Microsoft’s Security team analyzes more than 6.5 trillion security signals a day to identify trends that could affect the digital landscape that we all live in. After scanning more than 470 billion email messages that have been sent and received by customers of its Office 365 platform, the company reports that malicious phishing attacks are on the rise, and not by a small margin — by a massive 250 percent. Worse, techniques used by scammers are becoming more proficient and harder to detect.
In Microsoft’s Security Intelligence Report — Volume 24, the team acknowledged that technology such as machine learning has been able to reduce a significant number of phishing attacks from succeeding, however, these manipulative attacks are still on the rise. Scammers who are choosing to run phishing attacks, a practice that aims to deceive a user and request sensitive information while masquerading as a trustworthy entity, have also begun to step up their game by diversifying their attacks.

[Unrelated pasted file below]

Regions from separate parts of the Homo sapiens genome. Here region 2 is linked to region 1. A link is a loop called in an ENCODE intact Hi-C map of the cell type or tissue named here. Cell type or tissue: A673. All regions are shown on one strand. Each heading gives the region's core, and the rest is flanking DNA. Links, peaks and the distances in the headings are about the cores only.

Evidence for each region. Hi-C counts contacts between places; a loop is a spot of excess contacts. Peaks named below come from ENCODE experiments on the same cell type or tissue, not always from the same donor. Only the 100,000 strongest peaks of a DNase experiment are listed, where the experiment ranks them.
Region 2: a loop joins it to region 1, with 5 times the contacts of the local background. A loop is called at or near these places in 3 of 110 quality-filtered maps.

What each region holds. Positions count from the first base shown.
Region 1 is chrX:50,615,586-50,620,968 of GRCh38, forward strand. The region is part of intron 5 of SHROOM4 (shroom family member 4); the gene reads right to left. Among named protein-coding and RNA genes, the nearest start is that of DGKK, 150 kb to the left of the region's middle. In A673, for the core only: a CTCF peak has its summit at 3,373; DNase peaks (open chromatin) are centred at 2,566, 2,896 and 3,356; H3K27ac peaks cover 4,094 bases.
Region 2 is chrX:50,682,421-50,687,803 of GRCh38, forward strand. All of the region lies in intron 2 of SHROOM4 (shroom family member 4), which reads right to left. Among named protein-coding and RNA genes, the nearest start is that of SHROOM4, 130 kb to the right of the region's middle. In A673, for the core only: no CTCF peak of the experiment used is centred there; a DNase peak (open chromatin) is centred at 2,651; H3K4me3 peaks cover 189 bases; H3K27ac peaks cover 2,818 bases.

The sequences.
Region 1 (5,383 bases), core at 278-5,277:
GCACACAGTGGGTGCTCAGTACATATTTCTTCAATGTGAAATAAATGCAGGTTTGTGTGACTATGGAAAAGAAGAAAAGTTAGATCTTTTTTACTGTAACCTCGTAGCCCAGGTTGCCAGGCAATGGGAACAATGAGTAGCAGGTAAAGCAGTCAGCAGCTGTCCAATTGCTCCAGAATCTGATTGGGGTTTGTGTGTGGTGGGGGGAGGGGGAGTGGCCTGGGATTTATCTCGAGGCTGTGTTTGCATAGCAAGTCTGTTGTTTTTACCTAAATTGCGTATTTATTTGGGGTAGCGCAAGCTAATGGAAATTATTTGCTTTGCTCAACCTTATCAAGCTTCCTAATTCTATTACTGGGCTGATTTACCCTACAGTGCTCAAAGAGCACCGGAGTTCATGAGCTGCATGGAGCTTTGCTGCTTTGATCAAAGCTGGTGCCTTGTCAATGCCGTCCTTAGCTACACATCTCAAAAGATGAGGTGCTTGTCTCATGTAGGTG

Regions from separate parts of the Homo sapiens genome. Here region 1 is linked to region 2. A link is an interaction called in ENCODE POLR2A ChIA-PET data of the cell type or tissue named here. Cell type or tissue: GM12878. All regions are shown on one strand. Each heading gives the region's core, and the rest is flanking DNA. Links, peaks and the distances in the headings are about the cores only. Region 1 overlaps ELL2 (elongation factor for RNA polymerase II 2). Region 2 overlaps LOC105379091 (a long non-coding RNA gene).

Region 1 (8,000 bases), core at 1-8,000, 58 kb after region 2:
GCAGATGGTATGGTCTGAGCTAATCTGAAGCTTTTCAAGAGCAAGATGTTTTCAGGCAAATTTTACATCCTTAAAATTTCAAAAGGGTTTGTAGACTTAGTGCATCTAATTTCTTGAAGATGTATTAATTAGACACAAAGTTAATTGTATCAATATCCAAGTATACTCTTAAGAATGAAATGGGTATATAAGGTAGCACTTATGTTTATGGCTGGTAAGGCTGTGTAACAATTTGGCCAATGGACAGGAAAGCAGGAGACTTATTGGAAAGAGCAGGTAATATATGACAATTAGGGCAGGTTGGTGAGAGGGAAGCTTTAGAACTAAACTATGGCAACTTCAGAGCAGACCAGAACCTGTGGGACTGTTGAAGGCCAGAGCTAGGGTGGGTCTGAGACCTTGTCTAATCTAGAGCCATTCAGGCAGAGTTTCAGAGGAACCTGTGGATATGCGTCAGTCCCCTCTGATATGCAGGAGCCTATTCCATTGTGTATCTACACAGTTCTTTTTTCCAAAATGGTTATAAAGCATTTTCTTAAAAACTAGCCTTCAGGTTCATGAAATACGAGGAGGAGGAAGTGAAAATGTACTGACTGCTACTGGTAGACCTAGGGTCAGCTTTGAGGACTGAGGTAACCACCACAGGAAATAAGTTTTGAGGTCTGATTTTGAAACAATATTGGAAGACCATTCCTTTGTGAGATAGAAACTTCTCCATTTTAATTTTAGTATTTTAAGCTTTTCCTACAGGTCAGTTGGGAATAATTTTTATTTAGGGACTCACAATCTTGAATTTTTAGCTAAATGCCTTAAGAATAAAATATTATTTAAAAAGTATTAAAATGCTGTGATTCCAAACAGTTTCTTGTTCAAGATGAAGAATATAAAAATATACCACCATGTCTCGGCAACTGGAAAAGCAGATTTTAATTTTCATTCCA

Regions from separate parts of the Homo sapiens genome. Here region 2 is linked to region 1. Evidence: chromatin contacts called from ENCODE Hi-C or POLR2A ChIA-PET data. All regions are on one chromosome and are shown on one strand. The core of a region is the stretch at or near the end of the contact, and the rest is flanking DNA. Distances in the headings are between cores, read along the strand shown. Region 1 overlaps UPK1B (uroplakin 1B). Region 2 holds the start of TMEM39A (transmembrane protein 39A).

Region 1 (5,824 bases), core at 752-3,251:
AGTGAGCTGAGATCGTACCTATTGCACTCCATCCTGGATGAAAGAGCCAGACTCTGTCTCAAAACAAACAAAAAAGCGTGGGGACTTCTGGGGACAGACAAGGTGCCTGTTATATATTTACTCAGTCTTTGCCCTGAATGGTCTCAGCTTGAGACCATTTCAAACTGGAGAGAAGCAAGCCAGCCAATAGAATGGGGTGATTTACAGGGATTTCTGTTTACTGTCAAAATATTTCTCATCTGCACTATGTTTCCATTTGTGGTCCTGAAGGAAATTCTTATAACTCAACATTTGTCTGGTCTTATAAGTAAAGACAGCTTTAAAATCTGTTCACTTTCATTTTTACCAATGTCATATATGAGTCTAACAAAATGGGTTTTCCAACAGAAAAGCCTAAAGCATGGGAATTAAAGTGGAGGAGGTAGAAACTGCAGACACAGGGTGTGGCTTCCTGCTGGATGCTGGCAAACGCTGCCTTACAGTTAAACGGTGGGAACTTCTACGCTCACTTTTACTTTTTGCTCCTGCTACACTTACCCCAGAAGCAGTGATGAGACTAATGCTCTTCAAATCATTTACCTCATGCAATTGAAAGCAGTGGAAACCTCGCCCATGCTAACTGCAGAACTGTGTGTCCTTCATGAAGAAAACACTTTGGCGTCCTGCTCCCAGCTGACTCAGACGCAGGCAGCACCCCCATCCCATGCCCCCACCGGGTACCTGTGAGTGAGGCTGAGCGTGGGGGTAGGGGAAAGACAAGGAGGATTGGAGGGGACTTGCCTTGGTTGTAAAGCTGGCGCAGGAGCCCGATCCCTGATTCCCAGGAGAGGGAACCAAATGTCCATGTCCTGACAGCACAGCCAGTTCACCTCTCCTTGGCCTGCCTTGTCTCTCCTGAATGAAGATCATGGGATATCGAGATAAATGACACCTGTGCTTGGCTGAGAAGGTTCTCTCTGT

According to Microsoft’s report, techniques used by phishers include domain spoofing, domain impersonation, user impersonation, text lures, credential phishing links, phishing attachments, and links to fake cloud storage locations. Using these methods phishing emails can appear to be sent from official domains or personal while presenting malicious files and links for a user to access. Emails may also contain malicious file attachments to aid the process.
When accessing your email, it is essential to take precautions against phishing — a practice that targets both individuals and businesses:
Never send sensitive information such as bank account information or passwords within an email
Always be sure to check the address from which an email was sent carefully
If ever in doubt, contact the person or institution in question to verify if they had sent you a legitimate email or if it might be fraud.
Microsoft’s report also revealed information on malware attacks such as ransomware and crypto jacking. Overall, users encountering malware have decreased by around 34 percent from last year. Microsoft notes that many malicious organizations chose to abandon high-maintenance ransomware attacks for more low-effort, and lucrative, crypto-jacking campaigns — an attack in which malware is unknowingly installed onto a user’s machine, using its resources to generate cryptocurrencies for the attacker.